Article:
US Mining Equipment Makers Set for $500M in Fresh Sales

(Financial Times, December 19) – Caterpillar said US mining equipment manufacturers are set for more than $500m in fresh sales after the approval of nearly $700m in government-backed financing for an Australian iron ore mine.

On Thursday, the Export-Import Bank, whose mission is to create export-related US jobs, approved the loan to the A$10bn Roy Hill mining project in Western Australia.

After a comprehensive review, the bank determined that this transaction represents a significant opportunity for American exporters to create and sustain American jobs,” said Fred Hochberg, chairman of the bank.

The bank said the financing would support around 3,400 US jobs and is “contingent upon the purchase of US mining and rail equipment” from Caterpillar, General Electric and Atlas Copco. The bank increased the original $650m loan it had been considering to $694.4m.

The decision marks a victory for the struggling mining equipment makers, whose sales have plummeted, forcing thousands of jobs cuts over the past year. But it marks a defeat for US miners, which had argued the loan would hurt their interests.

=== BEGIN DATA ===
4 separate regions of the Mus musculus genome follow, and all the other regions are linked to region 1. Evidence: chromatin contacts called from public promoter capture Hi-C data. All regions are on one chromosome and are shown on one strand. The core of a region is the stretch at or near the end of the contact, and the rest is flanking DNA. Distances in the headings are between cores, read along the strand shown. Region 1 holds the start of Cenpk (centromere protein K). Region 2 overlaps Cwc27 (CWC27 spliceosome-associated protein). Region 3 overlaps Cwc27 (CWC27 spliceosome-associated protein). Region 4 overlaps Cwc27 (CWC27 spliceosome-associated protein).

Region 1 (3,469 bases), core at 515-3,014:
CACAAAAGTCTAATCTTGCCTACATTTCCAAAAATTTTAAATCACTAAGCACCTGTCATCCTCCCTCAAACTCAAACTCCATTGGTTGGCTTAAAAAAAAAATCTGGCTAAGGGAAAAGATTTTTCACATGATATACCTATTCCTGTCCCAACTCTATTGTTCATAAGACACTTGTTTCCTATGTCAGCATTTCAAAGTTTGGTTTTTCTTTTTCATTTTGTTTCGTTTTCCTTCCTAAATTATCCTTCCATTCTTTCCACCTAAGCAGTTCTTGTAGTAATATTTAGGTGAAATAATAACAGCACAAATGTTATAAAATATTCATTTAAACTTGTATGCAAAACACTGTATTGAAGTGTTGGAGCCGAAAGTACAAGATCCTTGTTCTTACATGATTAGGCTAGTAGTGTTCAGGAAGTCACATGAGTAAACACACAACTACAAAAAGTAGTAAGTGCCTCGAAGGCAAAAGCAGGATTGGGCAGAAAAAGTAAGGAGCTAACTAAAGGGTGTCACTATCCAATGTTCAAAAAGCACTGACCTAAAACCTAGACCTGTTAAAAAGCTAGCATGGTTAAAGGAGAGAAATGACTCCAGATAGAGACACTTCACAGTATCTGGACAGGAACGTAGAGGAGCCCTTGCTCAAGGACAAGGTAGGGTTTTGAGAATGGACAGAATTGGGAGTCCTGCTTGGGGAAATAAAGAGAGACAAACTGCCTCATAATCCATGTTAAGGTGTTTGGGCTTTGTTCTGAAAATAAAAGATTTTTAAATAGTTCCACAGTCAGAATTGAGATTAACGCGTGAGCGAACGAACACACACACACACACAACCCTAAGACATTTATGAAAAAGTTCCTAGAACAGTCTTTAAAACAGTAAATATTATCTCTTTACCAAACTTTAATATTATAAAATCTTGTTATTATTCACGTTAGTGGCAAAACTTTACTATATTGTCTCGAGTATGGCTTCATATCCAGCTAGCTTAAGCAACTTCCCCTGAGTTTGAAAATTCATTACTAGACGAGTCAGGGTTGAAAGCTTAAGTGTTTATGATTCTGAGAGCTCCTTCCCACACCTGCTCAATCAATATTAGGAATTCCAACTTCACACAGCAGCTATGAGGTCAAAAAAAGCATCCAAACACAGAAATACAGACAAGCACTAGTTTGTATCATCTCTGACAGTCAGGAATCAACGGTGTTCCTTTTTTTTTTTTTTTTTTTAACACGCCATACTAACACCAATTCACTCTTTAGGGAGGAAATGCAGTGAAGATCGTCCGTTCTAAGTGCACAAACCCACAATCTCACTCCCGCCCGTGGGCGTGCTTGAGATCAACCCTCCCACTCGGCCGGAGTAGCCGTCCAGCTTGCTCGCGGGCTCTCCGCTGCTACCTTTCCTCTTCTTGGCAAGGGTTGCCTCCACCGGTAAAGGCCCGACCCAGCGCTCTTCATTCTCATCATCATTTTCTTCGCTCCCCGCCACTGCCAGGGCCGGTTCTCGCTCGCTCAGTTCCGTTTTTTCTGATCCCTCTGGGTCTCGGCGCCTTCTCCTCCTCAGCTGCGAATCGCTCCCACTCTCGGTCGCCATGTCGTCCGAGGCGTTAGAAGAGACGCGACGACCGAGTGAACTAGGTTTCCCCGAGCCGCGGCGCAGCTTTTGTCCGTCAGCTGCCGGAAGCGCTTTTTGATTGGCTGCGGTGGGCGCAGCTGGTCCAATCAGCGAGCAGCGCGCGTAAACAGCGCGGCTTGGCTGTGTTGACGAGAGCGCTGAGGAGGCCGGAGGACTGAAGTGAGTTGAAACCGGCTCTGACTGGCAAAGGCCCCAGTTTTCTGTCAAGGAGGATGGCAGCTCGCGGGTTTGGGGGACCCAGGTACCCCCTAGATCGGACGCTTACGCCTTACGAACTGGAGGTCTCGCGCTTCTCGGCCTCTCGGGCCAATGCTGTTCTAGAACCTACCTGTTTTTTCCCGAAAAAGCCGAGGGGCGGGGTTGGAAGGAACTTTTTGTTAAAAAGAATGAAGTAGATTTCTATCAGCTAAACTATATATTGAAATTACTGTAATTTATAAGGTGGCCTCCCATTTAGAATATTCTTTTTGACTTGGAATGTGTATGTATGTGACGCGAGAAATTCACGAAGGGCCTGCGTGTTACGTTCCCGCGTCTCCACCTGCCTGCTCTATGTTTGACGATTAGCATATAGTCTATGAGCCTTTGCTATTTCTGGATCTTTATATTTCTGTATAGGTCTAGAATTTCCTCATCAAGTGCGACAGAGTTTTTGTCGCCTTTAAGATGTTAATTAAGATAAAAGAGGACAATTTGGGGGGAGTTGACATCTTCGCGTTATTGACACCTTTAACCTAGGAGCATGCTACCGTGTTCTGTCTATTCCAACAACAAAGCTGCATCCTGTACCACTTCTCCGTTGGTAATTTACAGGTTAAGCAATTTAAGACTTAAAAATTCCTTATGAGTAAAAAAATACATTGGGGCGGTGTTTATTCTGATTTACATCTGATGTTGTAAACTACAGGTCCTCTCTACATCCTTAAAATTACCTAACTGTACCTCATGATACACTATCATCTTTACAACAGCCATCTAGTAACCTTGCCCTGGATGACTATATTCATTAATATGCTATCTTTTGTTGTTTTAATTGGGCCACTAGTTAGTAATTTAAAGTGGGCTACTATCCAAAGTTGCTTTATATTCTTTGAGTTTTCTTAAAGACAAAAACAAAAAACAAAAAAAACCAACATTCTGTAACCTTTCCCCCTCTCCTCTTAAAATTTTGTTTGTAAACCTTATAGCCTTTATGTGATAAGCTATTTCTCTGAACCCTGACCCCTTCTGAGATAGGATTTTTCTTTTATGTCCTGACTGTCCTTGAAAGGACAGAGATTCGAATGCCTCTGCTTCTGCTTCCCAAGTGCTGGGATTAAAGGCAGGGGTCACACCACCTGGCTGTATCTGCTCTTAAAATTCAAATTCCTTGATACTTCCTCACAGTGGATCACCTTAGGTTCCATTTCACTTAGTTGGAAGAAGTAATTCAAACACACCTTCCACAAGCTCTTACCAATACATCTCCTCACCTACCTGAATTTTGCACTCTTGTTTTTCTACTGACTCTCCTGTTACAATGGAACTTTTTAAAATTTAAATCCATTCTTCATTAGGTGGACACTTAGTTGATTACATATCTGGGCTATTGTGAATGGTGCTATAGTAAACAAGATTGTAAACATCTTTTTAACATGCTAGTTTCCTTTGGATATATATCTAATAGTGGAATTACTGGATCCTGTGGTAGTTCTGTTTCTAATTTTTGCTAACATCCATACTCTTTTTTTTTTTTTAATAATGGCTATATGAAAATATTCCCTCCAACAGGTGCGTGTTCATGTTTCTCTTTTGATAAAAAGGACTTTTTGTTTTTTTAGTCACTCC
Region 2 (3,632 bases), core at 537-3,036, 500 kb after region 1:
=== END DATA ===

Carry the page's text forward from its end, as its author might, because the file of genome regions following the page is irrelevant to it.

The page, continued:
In a statement included in the bank’s announcement, Steve Wunning, head of the resources group at Caterpillar, said the company “applauds” the bank for “bolstering US manufacturing competitiveness”.

The Illinois-based company in October slashed its full-year forecasts and enacted “general austerity measures” to cope with the global slowdown in mining activity, including $700m in costs and a $400m reduction in capital expenditure.

Doug Oberhelman, chief executive, said at the time that 75 per cent of the company’s projected $11bn drop in sales this year will come from the division which primarily sells mining equipment.

Caterpillar is not alone. Joy Global, another likely supplier to the Roy Hill project, earlier this month cuts its 2014 earnings forecast while reporting an 87 per cent drop in profits during the quarter ended October 25.

US mining companies, including Cliffs Natural Resources, had opposed the loan. They have argued that the financing promotes competition against US companies, and that the 55m tonnes of annual production from Roy Hill set to come online in late 2015 would put pressure on iron ore prices.

Roy Hill, which is 70 per cent owned by Hancock Prospecting, the company controlled by Australia’s richest person Gina Rinehart, is expected to succeed in its goal of raising around A$7bn in debt.

It has held talks with commercial banks and export credit agencies from various countries, including Korea and Japan.

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